Mayor Chow to lower proposed tax increase in upcoming budget

Click to play video: 'Substantial property tax on the table for Toronto budget launch'
Substantial property tax on the table for Toronto budget launch
RELATED: Substantial property tax on the table for Toronto budget launch – Jan 8, 2024

After weeks of budget wrangling and public advocacy, Toronto Mayor Olivia Chow is preparing to reveal a budget with a property tax increase somewhat smaller than staff previously pitched.

The Mayor’s Office confirmed to Global News that Chow will be pitching an 8 per cent property tax increase to go along with the 1.5 per cent City Building Levy to cover long-term capital costs. A total of 9.5 per cent, with the hopes of being more palatable for both homeowners and rival city councillors.

The drop of a full percentage point of property tax is expected to cost the city about $42 million, which will have to come out of the city’s reserve fund.

City staff have warned reserves are already low and had preferred to avoid raiding the fund to pay for Chow’s agenda of restoring city services. The mayor is scheduled to reveal more details in a morning announcement.

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Downtown councillor Chris Moise said he was pleased with the proposed drop, signaling it would be much more affordable than a double-digit increase.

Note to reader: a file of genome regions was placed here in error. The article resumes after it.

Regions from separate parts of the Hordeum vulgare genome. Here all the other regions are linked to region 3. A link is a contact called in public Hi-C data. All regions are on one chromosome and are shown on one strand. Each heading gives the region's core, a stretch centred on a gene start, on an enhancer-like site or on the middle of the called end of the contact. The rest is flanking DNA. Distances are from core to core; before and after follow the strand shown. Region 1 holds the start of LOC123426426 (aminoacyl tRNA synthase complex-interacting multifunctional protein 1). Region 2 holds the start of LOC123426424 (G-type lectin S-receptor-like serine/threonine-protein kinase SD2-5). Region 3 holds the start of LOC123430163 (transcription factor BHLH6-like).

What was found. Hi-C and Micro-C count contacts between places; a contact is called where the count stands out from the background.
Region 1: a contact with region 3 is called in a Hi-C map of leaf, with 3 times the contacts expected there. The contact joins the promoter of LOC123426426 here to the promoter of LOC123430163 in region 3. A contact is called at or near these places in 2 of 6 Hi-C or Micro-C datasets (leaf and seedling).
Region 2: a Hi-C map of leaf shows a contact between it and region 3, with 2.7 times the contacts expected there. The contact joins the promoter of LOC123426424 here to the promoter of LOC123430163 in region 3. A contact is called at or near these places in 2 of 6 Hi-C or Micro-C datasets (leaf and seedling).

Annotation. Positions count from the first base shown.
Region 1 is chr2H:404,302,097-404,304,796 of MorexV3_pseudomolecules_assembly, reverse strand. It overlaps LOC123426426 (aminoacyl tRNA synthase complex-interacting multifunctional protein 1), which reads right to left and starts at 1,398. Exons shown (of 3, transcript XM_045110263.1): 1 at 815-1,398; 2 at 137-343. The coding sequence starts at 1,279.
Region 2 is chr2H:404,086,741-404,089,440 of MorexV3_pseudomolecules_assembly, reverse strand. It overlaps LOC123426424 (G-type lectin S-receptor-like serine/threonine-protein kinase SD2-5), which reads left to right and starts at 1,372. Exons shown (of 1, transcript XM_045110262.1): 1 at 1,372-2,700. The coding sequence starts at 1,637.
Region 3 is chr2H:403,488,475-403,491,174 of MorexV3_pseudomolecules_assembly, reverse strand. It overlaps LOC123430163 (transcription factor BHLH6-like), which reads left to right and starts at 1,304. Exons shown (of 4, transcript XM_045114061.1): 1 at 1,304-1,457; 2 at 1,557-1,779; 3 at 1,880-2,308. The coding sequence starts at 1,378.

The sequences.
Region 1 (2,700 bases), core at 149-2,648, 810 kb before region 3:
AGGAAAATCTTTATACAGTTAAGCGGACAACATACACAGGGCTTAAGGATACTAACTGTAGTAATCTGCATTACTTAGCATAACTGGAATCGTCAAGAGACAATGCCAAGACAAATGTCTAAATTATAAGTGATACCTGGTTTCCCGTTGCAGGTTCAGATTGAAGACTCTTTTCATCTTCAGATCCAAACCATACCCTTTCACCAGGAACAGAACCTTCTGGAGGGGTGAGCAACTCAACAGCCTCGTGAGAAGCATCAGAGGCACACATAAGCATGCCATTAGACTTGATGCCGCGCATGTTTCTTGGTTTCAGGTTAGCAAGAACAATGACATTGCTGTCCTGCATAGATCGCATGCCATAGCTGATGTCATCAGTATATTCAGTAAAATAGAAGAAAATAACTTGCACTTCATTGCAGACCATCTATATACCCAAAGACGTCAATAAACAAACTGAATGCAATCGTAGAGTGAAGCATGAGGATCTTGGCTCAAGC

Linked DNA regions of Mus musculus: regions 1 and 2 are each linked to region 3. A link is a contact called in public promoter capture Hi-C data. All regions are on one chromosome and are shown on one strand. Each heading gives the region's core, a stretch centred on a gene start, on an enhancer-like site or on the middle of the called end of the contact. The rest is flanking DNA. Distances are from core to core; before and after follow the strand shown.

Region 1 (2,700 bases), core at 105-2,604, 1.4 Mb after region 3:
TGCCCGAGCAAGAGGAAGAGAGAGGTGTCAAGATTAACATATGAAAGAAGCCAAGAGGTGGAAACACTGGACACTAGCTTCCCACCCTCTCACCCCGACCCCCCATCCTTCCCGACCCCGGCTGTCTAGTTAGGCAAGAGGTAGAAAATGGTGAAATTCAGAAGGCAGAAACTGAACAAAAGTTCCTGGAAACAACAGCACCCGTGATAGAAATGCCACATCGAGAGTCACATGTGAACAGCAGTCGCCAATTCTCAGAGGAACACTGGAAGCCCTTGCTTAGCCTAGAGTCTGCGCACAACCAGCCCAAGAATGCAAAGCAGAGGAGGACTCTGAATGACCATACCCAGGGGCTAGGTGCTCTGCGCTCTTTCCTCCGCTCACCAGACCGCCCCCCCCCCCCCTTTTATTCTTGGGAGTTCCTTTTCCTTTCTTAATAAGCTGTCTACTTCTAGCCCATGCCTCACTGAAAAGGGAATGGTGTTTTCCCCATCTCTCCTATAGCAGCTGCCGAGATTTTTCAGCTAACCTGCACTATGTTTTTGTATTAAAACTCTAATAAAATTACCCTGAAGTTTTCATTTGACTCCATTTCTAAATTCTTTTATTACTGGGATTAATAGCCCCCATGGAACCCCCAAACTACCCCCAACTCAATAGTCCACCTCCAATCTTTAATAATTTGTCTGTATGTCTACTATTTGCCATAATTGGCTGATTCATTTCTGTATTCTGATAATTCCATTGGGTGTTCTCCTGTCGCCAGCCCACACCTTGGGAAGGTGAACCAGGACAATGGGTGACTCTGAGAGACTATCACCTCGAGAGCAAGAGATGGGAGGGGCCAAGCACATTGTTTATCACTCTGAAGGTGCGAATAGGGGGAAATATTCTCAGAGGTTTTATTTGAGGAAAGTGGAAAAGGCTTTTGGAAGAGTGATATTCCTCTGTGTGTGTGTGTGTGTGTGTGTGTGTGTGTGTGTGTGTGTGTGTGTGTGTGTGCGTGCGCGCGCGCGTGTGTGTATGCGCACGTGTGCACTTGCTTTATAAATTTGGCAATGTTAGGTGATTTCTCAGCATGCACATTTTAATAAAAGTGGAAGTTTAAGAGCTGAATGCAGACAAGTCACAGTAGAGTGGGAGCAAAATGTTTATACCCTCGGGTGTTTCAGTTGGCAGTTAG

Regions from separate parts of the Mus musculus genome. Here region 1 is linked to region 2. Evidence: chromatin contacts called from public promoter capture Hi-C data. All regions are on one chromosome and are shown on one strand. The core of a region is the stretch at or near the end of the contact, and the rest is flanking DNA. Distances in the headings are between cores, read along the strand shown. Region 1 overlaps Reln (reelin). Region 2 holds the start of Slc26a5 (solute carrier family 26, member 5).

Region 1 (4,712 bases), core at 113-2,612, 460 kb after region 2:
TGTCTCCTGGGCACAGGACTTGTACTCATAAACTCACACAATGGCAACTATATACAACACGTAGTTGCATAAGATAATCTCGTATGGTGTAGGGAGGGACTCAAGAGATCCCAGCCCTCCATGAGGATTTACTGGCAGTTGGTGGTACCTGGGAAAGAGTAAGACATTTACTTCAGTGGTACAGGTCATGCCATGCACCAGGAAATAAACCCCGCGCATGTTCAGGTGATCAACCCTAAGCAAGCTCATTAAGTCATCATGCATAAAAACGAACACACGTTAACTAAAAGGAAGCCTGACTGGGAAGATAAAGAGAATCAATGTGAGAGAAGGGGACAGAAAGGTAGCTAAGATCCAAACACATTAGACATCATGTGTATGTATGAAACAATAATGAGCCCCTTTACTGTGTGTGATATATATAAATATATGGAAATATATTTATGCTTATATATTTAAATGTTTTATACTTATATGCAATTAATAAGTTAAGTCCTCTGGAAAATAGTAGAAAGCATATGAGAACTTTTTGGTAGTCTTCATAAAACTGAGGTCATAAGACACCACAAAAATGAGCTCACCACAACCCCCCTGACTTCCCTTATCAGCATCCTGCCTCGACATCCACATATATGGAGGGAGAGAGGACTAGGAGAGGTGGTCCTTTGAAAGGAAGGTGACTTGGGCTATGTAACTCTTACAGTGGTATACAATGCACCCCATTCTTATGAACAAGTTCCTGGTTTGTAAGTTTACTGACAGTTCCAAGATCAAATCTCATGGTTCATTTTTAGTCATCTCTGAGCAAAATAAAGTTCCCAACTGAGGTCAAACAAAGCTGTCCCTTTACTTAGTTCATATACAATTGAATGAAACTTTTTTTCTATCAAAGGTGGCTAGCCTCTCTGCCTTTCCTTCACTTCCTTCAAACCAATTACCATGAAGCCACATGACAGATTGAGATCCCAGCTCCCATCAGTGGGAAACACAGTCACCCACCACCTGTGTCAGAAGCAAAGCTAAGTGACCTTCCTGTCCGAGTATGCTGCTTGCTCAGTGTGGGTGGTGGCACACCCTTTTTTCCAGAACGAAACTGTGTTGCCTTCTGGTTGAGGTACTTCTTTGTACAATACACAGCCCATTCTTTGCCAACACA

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Earlier in the week, Chow also committed to dropping the tax rate for multi-residential property owners. The mayor said she hoped the move would prevent landlords from passing on their costs to tenants.

Still at large, is the question of whether the city will impose an additional 6 per cent tax increase to cover the cost of housing refugees and asylum seekers. On Wednesday afternoon the federal government hinted it could come to the city’s aid after weeks of silence.

The city’s decision to lay the onus on the feds upset local MPs and lit a fire under advocates but didn’t yield any concrete new promises.

Advocate and homeless outreach worker Diana McNally said local Liberal MPs shouldn’t think “their jobs are stable,” warning a lack of action had “alienated” many in the environmental, transit and housing space.

In Ottawa, the federal Immigration Minister teased that the money city hall says it so desperately needs could be on the way.

Marc Miller said the federal government would pony up another $362.4 million in housing assistance for provinces and cities. He said $100 million was for Quebec but refused to be drawn on how much might go to Toronto.

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“The City of Toronto will be getting a significant amount of this,” he said. “There will be significant amounts announced in the coming days, but it won’t be me announcing it.”

Chow will officially unveil her budget on Thursday morning. The location of her announcement — along the decommissioned Scarborough RT Line — may suggest money for stranded commuters in the east of the city could be on the table.

Chow will table her budget on Thursday, Feb. 1, and is planning to finalize and approve the document by Feb. 14.

Councillors will have an opportunity to suggest changes to the financial plan. Under the province’s strong mayor powers, Chow has the ability to veto those suggestions, a power she has said she doesn’t plan to use.

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